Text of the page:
Firearms legend Colonel Jeff Cooper once wrote, “Owning a handgun doesn’t make you armed any more than owning a guitar makes you a musician.” Having a firearm on your person at least gives you a chance to fight back but it is not enough. Range practice where neither you nor your targets are moving is not enough. “If it goes ‘bang,’ it’s probably good enough,” isn’t appropriate criteria for defensive firearm or ammunition selection. You have absolutely no idea how many rounds you will “need.”
This is the reality:
- Your assailants will have the advantage because they planned this out. They will be moving rapidly. They will be shooting at you and everyone around you. They want to sustain the attack as long as possible but don’t actually fear dying – it’s actually their ultimate goal. They may be wearing body armor and certainly won’t call a time out while you reload.
- You will be behind the curve, drawing after the shooting has already started, conscious of not hitting the innocent people between you and your attackers, and – presumably – being somewhat concerned about avoiding death. You will miss more than once. Some of the hits you do make may be ineffective because of inadequate caliber choice, or simply because only a hit to the brain is a guaranteed “off switch.”
If you are serious about carrying a handgun to defend yourself in the event of a San Bernardino-style attack, that gun must be as reliable as mechanically possible. The ammunition you carry needs to be able to penetrate between twelve and eighteen inches in ballistic gel, and should be capable of as much expansion as possible within that depth. You should have as many rounds available as you can reasonably carry.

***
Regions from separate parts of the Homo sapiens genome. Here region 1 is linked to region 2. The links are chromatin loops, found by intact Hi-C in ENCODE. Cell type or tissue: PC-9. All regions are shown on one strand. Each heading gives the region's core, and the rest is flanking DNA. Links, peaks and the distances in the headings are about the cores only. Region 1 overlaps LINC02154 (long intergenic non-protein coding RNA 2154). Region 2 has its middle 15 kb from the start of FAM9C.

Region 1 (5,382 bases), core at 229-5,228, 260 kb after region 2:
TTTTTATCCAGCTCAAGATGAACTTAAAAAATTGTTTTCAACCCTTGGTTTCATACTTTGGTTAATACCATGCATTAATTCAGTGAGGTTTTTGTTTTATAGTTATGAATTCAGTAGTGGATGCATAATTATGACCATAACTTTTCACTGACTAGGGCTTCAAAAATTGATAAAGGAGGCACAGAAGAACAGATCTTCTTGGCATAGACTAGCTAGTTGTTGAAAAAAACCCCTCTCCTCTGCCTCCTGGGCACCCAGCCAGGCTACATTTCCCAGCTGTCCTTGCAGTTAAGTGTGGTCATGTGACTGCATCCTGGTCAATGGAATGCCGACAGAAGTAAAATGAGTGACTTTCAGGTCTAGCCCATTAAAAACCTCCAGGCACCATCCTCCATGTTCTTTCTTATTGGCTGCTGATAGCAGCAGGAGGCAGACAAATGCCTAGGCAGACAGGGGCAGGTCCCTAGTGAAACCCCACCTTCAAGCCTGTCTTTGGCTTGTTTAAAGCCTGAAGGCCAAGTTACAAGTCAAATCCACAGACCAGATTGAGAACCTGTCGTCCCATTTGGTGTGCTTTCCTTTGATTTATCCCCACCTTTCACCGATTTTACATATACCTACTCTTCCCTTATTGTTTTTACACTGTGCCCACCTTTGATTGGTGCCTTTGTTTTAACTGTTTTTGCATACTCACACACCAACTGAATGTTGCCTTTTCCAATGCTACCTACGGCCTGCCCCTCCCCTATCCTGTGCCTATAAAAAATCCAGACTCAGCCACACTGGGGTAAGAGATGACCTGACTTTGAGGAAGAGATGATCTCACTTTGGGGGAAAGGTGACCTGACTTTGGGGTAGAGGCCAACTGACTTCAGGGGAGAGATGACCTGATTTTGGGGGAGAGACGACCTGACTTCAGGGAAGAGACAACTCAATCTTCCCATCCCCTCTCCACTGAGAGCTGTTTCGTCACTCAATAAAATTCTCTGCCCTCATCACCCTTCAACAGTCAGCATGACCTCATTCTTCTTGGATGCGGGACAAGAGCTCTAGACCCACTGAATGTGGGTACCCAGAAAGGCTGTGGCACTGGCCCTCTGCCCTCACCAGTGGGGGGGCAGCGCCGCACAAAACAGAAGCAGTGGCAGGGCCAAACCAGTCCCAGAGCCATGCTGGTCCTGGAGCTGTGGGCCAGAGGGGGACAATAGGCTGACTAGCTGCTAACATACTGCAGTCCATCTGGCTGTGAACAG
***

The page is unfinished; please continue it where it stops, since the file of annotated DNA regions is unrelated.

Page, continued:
Most importantly – most importantly - you must be competent, while moving and under stress, with the firearm you choose to carry and able to deploy it in the opening seconds of an attack. At the very least, incorporate movement and atypical positions – lying on your back, crouching, firing with your weak hand only - into your range sessions. Dry-fire from the draw as often as you can, and practice reloading as much as shooting, drawing your spare(s) from wherever you would normally carry them.
Guns are machines, not magic talismans. Their effectiveness is dependent upon the proficiency of the human wielding them.
It’s not just “survival”
The current panic around terrorism may have spurred you to thoughts that would otherwise not have crossed your mind. While we hope the advice we’ve offered allays some of that panic, we also hope you take the opportunity to explore those thoughts - calmly, of course - and perhaps find some room for improvement in your life.
Choosing rational thought over panic; adopting healthy habits and lifestyles; being aware of the world in which we reside; and making realistic and educated choices about how we protect ourselves – these all seem like good options, not just for “surviving” but for living.
We hope you agree.